April 24th, 2012
03:01 PM ET

Spence: Reinventing the Sino-American relationship

Editor's Note: Michael Spence, a Nobel laureate in economics, is the author of The Next Convergence. For more, visit Project Syndicate's excellent new website or follow it on Facebook and Twitter.

By Michael SpenceProject Syndicate

China and the United States are in the grip of major structural changes that both dread will end the Halcyon era when China produced low-cost goods and the US bought them. In particular, many fear that if these changes lead to direct competition between the two countries, only one side can win.

That fear is understandable, but the premise is mistaken. Both sides can and should gain from forging a new relationship that reflects evolving structural realities: China’s growth and size relative to the US; rapid technological change, which automates processes and displaces jobs; and the evolution of global supply chains, driven by developing countries’ rising incomes. But first they must acknowledge that the old pattern of mutually beneficial interdependence really has run its course, and that a new model is needed.

The old model served both sides well for three decades. China’s growth was driven by labor-intensive exports made more competitive by transfers of technology and knowledge from the US and other Western countries. This, coupled with massive Chinese public and private investment (enabled by high – and recently excessive – savings), underpinned rising incomes for millions of Chinese.

The US consumer, meanwhile, benefited greatly from declining relative prices of manufactured goods in the tradable side of the economy. Accordingly, US employment shifted to higher-value-added activities, in turn supporting higher incomes in America, too.

Multinational companies operated increasingly efficient and complex global supply chains, which could be reconfigured as the shifting pattern of comparative advantage dictated. Global supply chains ran largely from east to west, reflecting the composition and location of demand in the tradable part of the global economy.

But all of this is starting to change. The benefits are shifting from cost to growth. Supply chains are now running in both directions, and are being combined in novel ways. Chinese demand is not only growing, but, as incomes rise, its composition is shifting to more sophisticated goods and services.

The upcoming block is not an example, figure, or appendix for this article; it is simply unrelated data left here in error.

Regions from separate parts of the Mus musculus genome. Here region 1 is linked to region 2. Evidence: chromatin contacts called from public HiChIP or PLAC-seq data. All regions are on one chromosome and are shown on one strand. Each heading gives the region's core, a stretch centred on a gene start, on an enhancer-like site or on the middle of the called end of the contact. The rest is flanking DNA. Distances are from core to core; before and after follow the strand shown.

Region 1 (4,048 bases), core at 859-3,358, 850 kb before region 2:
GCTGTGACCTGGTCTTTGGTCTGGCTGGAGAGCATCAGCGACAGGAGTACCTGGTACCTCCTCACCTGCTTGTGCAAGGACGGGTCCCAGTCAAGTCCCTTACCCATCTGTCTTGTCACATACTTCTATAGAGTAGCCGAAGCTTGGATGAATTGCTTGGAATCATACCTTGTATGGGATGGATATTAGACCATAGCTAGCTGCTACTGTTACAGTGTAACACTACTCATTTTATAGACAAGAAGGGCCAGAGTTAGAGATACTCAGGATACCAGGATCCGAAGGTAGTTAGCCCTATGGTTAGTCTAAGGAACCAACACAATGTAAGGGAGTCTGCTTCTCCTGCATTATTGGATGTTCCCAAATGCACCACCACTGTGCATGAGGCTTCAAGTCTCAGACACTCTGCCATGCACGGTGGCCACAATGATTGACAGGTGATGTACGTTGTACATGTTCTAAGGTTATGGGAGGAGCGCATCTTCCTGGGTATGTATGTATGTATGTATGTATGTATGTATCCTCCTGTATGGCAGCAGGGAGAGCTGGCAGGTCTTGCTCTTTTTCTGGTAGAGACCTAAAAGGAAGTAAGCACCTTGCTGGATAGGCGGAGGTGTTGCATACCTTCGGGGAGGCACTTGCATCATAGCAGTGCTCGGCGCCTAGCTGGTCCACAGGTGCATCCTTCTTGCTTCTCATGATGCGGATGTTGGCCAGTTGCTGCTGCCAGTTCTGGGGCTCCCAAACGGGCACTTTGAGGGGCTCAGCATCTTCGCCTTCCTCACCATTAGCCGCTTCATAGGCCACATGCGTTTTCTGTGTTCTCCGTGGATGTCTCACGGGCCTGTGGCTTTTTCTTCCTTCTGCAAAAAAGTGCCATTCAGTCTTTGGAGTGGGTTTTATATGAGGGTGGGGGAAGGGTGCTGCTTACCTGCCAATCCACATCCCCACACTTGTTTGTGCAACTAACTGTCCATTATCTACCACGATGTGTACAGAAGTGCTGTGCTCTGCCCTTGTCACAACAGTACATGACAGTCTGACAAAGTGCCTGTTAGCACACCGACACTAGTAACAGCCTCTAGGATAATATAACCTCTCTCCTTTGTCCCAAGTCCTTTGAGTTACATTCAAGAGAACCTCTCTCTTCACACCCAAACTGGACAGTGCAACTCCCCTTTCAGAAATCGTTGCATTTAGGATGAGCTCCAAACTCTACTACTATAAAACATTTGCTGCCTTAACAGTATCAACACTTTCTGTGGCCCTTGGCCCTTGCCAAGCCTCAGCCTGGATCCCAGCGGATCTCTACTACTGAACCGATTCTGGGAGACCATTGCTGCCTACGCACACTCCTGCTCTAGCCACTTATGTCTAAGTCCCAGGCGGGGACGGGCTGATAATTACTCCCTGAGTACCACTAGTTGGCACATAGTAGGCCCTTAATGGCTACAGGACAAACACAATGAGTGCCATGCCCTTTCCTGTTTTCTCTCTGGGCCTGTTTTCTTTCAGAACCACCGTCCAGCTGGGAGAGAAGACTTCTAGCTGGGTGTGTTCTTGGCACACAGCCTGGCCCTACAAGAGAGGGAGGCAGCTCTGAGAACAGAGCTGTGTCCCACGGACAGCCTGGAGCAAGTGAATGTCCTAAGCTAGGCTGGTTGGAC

Thus, China’s role is changing: once the West’s low-cost supplier, it is now becoming a major customer for Western products. This represents a major opportunity for advanced economies to rebalance their growth and employment, provided that they are positioned to compete for the appropriate parts of evolving supply chains.

Rising Chinese incomes also imply structural change for China, as continued growth presupposes a shift to higher-value activities. Technology and knowledge will still be important, but China must begin generating new technologies, in addition to absorbing Western tools and skills.

In order to meet the challenges of structural change, the goal for US policy should be to expand the scope of its tradable sector, with a focus on employment. Reorienting US policy toward external demand across a broader array of sectors, in turn, requires attention to two critical areas: education and investment.

High-quality education and more effective skills development are crucial to generating new employment opportunities for the middle class, while investment can rectify America’s disconnection – particularly that of its medium-size businesses – from global supply chains. The trading companies and infrastructure that smaller, more open economies have created in order to connect to global markets are underdeveloped in the US.

To be sure, success in these areas will not come overnight. But nor is the status quo a permanent condition; it can be improved with investment and supportive policy. Moreover, the US would benefit in the short term from relatively simple measures, such as removing barriers to inward foreign direct investment, particularly from China.

On the Chinese side, policy prescriptions are not the issue. The importance of evolving a different growth pattern is already understood, and has been enshrined in China’s 12th Five-Year Plan. Its successful implementation will require strengthening incentives to innovate, deepening the technology base, investing more in human capital, developing the financial sector, and applying competition policy equally to domestic, foreign, and state-owned enterprises.